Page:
-Signers of the Declaration
-Signers of the A. O. C.
-Signers of the U. S. Constitution
-Wives of the Signers
Wife of Josiah Bartlett
"The wife of Governor Bartlett, the signer, was Mary Bartlett (a cousin), of Newton, N. H., a lady of excellent character and an ornament to society. She died in 1789," wrote Levi Bartlett, a descendant of the signer, nearly a century after her death.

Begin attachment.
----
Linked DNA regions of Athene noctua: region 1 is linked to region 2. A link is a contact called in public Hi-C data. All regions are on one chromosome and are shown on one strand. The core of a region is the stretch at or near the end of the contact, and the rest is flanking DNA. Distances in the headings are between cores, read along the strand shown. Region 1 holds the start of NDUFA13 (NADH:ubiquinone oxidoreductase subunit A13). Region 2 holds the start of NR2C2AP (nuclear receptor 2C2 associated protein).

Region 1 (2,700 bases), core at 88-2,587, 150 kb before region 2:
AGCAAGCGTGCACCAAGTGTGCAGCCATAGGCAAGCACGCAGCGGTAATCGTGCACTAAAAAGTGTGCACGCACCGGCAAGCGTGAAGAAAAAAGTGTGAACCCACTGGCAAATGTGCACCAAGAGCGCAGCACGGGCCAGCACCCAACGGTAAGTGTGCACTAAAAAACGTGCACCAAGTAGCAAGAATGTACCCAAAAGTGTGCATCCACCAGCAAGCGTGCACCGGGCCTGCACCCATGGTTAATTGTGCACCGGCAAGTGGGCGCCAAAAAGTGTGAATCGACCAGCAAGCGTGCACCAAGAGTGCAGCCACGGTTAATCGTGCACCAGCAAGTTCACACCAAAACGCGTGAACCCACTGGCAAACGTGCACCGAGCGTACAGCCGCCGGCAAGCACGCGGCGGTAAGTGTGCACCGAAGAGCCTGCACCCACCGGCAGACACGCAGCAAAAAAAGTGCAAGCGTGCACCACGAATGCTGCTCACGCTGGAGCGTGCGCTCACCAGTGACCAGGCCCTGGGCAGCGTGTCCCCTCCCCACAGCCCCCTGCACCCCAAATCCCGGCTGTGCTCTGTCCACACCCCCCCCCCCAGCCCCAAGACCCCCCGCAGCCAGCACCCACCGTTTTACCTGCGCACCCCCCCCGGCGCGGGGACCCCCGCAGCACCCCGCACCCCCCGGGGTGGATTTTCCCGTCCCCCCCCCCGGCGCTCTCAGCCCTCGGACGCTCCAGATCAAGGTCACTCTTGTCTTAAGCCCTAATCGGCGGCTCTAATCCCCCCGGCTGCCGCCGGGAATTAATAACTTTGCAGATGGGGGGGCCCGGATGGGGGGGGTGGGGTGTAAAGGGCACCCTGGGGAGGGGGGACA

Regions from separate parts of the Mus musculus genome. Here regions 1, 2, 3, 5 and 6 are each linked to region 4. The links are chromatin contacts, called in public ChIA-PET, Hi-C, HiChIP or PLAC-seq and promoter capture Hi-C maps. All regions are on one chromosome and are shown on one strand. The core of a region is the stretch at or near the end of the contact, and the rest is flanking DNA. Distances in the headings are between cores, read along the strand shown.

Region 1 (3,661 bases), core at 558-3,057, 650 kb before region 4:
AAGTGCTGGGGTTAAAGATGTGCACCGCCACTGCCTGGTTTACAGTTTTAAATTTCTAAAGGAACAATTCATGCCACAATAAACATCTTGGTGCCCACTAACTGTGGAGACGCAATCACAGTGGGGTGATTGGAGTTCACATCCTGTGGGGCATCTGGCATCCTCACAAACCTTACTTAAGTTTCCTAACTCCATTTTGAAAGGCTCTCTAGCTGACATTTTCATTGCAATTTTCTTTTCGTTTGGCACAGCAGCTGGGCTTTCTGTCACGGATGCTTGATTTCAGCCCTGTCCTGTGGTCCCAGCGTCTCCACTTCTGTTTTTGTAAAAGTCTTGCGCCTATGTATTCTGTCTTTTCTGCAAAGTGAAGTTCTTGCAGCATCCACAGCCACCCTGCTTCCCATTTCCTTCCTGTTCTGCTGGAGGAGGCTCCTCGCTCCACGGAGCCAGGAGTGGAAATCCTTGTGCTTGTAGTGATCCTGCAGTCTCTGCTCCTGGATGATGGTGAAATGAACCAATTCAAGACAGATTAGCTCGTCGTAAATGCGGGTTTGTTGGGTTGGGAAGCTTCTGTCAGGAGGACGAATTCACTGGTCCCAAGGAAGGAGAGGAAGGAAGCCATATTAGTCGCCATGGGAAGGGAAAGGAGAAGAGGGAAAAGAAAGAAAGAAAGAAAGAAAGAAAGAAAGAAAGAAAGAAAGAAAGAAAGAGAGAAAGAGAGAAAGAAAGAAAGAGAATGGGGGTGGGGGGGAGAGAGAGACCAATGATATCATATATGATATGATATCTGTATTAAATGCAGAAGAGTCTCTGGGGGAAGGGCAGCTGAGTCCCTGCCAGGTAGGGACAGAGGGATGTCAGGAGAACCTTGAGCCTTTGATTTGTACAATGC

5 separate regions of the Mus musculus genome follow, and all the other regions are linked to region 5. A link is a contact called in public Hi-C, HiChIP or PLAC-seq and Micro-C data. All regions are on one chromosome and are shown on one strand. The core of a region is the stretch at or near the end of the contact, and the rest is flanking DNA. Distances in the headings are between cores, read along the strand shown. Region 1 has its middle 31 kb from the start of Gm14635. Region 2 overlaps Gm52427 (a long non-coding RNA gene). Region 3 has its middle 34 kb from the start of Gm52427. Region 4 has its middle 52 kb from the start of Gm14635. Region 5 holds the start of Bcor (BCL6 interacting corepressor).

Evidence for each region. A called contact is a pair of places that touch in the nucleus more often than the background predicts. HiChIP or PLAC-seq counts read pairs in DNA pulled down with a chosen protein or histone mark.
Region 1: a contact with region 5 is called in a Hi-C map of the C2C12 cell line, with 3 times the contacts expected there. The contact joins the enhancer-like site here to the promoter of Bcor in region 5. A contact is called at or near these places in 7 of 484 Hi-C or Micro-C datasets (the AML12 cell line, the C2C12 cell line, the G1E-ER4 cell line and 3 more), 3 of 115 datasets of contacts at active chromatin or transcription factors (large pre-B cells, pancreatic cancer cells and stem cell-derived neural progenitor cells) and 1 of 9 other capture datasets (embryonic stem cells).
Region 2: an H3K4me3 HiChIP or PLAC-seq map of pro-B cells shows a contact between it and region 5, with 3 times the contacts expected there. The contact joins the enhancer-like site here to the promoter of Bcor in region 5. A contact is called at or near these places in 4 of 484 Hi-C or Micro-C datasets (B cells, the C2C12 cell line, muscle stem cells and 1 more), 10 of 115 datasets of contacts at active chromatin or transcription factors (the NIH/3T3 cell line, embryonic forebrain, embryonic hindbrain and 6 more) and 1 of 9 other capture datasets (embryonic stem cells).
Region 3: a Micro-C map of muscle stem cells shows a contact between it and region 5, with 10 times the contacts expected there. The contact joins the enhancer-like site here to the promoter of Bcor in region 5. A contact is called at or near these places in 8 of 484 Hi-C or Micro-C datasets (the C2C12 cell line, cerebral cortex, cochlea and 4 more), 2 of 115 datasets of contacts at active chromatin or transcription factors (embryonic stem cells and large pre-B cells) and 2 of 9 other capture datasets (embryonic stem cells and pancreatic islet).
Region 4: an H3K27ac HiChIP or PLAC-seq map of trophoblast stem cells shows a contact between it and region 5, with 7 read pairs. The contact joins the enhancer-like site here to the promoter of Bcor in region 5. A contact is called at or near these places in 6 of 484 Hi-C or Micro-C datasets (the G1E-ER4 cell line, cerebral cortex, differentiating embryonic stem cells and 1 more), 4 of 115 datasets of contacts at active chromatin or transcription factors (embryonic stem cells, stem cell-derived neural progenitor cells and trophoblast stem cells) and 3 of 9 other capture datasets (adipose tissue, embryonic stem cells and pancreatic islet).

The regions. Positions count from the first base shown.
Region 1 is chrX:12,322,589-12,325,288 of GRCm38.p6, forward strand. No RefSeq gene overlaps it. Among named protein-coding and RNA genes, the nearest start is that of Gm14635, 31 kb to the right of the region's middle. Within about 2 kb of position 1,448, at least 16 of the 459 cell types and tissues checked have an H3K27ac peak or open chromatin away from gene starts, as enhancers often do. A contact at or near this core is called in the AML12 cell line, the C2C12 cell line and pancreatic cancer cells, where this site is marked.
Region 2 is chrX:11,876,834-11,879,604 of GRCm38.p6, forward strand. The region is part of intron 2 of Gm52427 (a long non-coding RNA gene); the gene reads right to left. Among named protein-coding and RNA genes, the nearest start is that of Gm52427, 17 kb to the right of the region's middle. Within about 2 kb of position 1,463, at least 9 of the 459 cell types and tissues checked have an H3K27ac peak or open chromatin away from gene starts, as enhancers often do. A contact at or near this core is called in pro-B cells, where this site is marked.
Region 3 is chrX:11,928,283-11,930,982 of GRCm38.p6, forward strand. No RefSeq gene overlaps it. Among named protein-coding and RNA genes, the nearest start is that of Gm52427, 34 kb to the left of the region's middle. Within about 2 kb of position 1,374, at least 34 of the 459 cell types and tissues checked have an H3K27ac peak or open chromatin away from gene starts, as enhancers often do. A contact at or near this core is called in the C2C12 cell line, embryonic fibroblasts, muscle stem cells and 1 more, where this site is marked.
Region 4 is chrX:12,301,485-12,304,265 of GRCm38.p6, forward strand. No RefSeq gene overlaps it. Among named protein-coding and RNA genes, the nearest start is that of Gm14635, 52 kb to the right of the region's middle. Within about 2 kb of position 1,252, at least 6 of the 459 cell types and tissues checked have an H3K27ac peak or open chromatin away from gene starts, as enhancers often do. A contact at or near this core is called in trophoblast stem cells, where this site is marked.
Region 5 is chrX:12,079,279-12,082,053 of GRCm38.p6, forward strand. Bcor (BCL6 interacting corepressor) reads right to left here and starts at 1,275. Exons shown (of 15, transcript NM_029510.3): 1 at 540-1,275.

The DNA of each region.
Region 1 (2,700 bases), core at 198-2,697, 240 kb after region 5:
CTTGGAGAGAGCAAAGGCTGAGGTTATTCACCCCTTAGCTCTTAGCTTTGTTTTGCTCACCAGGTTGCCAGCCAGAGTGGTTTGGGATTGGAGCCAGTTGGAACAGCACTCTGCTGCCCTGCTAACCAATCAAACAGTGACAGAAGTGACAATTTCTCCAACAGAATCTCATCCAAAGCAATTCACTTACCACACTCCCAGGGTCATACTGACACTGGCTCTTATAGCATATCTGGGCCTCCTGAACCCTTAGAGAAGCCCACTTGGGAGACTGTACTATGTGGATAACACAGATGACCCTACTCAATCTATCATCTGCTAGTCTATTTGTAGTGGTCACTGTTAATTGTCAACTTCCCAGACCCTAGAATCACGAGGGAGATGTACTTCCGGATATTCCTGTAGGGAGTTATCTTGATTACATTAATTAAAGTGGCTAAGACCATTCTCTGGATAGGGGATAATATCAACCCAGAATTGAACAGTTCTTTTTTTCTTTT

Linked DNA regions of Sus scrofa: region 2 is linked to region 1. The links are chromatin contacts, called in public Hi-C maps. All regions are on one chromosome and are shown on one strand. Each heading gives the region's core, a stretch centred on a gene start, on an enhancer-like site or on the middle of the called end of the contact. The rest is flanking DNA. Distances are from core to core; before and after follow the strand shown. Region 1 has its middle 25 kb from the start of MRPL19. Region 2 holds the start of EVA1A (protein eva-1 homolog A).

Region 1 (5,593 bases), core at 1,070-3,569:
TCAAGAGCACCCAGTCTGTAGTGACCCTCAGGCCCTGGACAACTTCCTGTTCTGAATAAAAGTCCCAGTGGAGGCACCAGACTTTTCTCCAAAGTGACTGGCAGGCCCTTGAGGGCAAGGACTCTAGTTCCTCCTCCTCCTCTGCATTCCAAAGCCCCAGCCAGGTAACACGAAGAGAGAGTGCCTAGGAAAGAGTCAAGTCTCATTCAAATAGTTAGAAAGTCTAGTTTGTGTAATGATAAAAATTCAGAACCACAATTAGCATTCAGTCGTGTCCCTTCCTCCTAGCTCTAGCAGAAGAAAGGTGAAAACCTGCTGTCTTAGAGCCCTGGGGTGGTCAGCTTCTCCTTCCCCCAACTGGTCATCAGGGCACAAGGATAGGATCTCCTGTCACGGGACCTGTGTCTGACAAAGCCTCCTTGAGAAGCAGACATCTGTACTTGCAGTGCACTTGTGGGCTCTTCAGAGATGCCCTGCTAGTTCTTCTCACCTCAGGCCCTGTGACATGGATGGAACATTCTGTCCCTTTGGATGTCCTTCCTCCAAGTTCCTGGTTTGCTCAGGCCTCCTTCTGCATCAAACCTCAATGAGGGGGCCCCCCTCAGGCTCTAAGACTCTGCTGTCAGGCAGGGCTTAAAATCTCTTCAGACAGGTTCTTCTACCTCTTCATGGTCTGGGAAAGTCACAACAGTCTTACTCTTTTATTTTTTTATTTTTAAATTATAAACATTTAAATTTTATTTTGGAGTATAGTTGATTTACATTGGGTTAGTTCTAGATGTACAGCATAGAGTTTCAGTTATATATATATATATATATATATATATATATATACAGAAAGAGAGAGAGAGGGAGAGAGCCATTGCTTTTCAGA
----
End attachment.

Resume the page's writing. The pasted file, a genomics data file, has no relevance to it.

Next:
Not much more of her youth than this can be told. Her father, Joseph Bartlett, was a soldier at Haverhill, in 1707, where he was made captive by the French and Indians, carried to Canada and held four years.* Mary Bartlett was one of ten children born to Joseph Bartlett, and she was married to her cousin, Josiah Bartlett, in January, 1754. He was a rising young physician at the time, in the town of Kingston, N. H., and had already attracted favorable attention by reason of his success in the treatment of a throat distemper, known as the "black canker," which had broken out with uncommon virulence. Mary Bartlett was then twenty-four years old, an amiable girl, well grown and, for the times, well educated. For the next ten years, her life was that of the wife of a popular and prosperous young country doctor. His skill as a practitioner was accepted. He was democratic, kindly, and fast growing in the esteem of his fellow citizens. Always a man of strict integrity, sound judgment, and marked public spirit, he early began to take an active part in public affairs. He was made a civil magistrate and soon after given command of a regiment of militia. In 1765, he was chosen representative to the Provincial Legislature from Kingston. Though Governor Wentworth had appointed him to several positions of honor and profit, Dr. Bartlett felt called upon, almost from the first, to oppose vigorously some of the Governor's measures in the Legislature especially those pertaining to the land grants, a vast system of official peculation that was one of the great evils of the administrations of both the Wentworths. By 1774, the aggressions of the Governor, and the policy of the British Ministry which he was trying to carry out, had grown so burdensome to the people that Dr. Bartlett and a few other leaders found themselves in almost open opposition. He was still a member of the Legislature and in that year we find him at the head of a "Committee of Correspondence," which was in constant communication with Samuel Adams and other patriots of Massachusetts and Connecticut. Then Dr. Bartlett was elected delegate to "a general congress to be held in Philadelphia." This brought down upon him the wrath of Governor Wentworth and his Tory adherents. His appointment as Justice of the Peace was revoked and his commission as Colonel of militia was taken from him. Soon afterward his house was set on fire and burned to the ground, after he had received warning to cease his "pernicious activity."